I handed nearly all of them out before the actual parade started, because I knew that no one would pay attention to me once the floats and marchers came by, and I was right. The last ones I handed out largely were handed out without the patter. I told people they didn't have to read it then, but to stick it in their pocket and read it later. And then I was able to watch the parade, something I haven't done in years. It was wonderful, and in places it brought tears to my eyes (the gay veterans, including one proud old African American gentleman in his army cap, carrying the American flag in front of the veterans' group. He was 75 if he was a day, and his smile could have lit up a room. There was a lot of joy on the streets, immediately post-DOMA crippling via SCOTUS.
(As to that last? People are saying that DOMA is dead, which it actually isn't. It still needs to be repealed. All the court said was that the sections of DOMA that refuse federal benefits to same sex couples legally married in a state that allows same sex marriage are illegal. And that throws the whole thing back into the damned "states' rights" battlefield. And that, my friends, is disgusting, because marriage should be, as far as I'm concerned, a federal matter, but SCOTUS did what it could, given the court's makeup. In the Prop 8 case, it chose discretion as the better part of valor and simply refused to hear the case, which is fantastic for California humans and could be indirectly great for other humans, but again? SCOTUS deferred to states' rights. States' rights, y'all. It makes me crazy. You may have 50 states, but you stopped being a confederation of independent quasi-countries after the damned civil war. And ... whups. Let me just step off it, and put this soap box over there in the corner.)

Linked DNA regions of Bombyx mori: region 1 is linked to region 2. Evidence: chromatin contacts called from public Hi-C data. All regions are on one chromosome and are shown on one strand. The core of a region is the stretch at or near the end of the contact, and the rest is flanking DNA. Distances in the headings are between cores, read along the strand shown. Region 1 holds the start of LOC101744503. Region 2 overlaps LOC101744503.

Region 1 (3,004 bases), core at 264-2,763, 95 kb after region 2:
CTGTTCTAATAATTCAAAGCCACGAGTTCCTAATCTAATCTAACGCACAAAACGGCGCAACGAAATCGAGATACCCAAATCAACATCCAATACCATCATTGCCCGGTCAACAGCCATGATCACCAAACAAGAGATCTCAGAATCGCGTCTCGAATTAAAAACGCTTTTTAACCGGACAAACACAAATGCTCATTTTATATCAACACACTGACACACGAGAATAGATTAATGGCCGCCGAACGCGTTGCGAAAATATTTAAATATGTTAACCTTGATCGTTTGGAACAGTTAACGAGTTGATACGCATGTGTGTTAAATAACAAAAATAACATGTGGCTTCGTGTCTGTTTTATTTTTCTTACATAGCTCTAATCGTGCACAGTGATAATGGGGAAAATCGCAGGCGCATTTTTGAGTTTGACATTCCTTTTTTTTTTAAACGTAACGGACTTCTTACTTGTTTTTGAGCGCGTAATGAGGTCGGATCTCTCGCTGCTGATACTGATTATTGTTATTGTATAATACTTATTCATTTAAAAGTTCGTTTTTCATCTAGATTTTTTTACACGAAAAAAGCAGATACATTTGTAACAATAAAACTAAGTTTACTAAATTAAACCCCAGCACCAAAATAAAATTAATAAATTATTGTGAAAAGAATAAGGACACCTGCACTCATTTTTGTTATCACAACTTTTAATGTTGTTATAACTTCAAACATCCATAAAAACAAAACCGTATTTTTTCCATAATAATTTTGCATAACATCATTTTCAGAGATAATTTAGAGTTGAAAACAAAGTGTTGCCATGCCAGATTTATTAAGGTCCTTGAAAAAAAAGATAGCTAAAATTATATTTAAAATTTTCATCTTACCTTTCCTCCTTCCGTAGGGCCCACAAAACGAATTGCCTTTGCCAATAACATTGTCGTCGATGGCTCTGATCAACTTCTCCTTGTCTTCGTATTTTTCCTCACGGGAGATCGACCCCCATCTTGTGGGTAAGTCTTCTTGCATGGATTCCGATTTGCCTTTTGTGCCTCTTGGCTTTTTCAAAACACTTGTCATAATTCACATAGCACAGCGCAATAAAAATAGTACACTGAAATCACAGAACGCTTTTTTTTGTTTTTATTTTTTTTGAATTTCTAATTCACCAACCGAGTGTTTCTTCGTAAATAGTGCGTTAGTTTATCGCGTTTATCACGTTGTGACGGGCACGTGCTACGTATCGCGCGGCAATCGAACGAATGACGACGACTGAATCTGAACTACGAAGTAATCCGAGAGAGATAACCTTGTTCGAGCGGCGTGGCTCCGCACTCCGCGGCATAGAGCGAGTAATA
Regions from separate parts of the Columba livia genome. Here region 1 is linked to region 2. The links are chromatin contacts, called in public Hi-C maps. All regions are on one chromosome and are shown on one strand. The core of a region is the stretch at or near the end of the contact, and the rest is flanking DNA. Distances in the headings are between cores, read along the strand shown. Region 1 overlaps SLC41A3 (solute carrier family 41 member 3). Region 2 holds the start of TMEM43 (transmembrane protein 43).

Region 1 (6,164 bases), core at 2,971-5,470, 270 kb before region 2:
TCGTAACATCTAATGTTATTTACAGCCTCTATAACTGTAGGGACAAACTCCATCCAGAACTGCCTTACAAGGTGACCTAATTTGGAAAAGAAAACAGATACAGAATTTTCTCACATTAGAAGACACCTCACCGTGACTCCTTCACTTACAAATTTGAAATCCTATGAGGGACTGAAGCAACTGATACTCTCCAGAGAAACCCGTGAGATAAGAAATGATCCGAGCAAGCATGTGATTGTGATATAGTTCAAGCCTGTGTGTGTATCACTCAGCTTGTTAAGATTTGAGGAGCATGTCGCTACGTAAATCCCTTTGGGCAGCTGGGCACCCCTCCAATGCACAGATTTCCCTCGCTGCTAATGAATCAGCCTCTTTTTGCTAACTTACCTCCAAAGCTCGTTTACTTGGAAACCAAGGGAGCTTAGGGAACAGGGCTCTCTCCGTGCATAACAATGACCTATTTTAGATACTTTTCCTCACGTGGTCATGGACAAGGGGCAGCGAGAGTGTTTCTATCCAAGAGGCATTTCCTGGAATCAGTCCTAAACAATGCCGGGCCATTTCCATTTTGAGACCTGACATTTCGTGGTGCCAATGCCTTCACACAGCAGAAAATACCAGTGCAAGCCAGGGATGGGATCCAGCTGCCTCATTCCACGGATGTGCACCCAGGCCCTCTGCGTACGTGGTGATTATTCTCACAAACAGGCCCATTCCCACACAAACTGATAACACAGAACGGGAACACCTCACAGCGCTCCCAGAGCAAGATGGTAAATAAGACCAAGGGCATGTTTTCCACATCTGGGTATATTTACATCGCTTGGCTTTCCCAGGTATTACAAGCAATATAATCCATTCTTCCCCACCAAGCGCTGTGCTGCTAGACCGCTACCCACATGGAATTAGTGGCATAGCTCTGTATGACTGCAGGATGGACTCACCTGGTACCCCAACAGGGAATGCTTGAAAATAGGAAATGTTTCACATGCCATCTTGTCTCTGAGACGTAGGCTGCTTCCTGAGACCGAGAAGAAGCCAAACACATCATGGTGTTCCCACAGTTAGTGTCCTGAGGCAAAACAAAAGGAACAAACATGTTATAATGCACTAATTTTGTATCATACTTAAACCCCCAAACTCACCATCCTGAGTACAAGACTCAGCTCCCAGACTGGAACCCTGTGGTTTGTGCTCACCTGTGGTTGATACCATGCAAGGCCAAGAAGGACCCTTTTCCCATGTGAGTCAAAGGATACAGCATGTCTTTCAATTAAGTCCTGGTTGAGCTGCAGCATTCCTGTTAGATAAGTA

Last thing; I've become a Game of Thrones fan, or more precisely. A Song of Ice and Fire fan; my friend Dr. Bob (husband to Dr. Gonzo, our famed attorney and bass player of yore) handed me the books one day. One day I shall repay him. A kaffyr always repays her deb--oh, wait. Anyhow, yes, I'm halfway through A Dance With Dragons and I'm realizing that, unless George R.R. Martin speeds it up, both of us will be dead before the next two books become a reality.
And so it was with a certain joy that I read this, which lead me to this, and then to this, which I've read with even more joy. And perhaps some of the joy is a tad mean, given that GRRM thinks very little of fanfiction, and I think that this person has done more in little more than a year, than he's done in a decade. The interesting thing is, as the Rolling Stone writer says, Silverblood's story is incredibly possible. The writer does, I believe, actually write for a living. She's created a realistic sequel to GRRM's latest book. It could do with some editing to take out some language that clashes with the world in which she's writing, and some of the ongoing narrative could be tightened up. But that's it. She draws the characters very accurately and largely captures the tone of the story, even if her touch isn't 100 percent sure.
But the shining point in her story is its plotting. The writer picks up the multitudinous strings of plot GRRM has already spun and woven with, and continues the job herself, continuing to create a tapestry of her own. The story proceeds perfectly within the ASoIaF universe, honors its past and takes off in wildly inventive ways that are completely compliant with that universe but still unexpected. GRRM might not like this story, true, but in this case not all of his displeasure would be philosophical. Some of it might be jealousy.
And now I have to get back to work, my friends. But at least you know.
I aten't dead.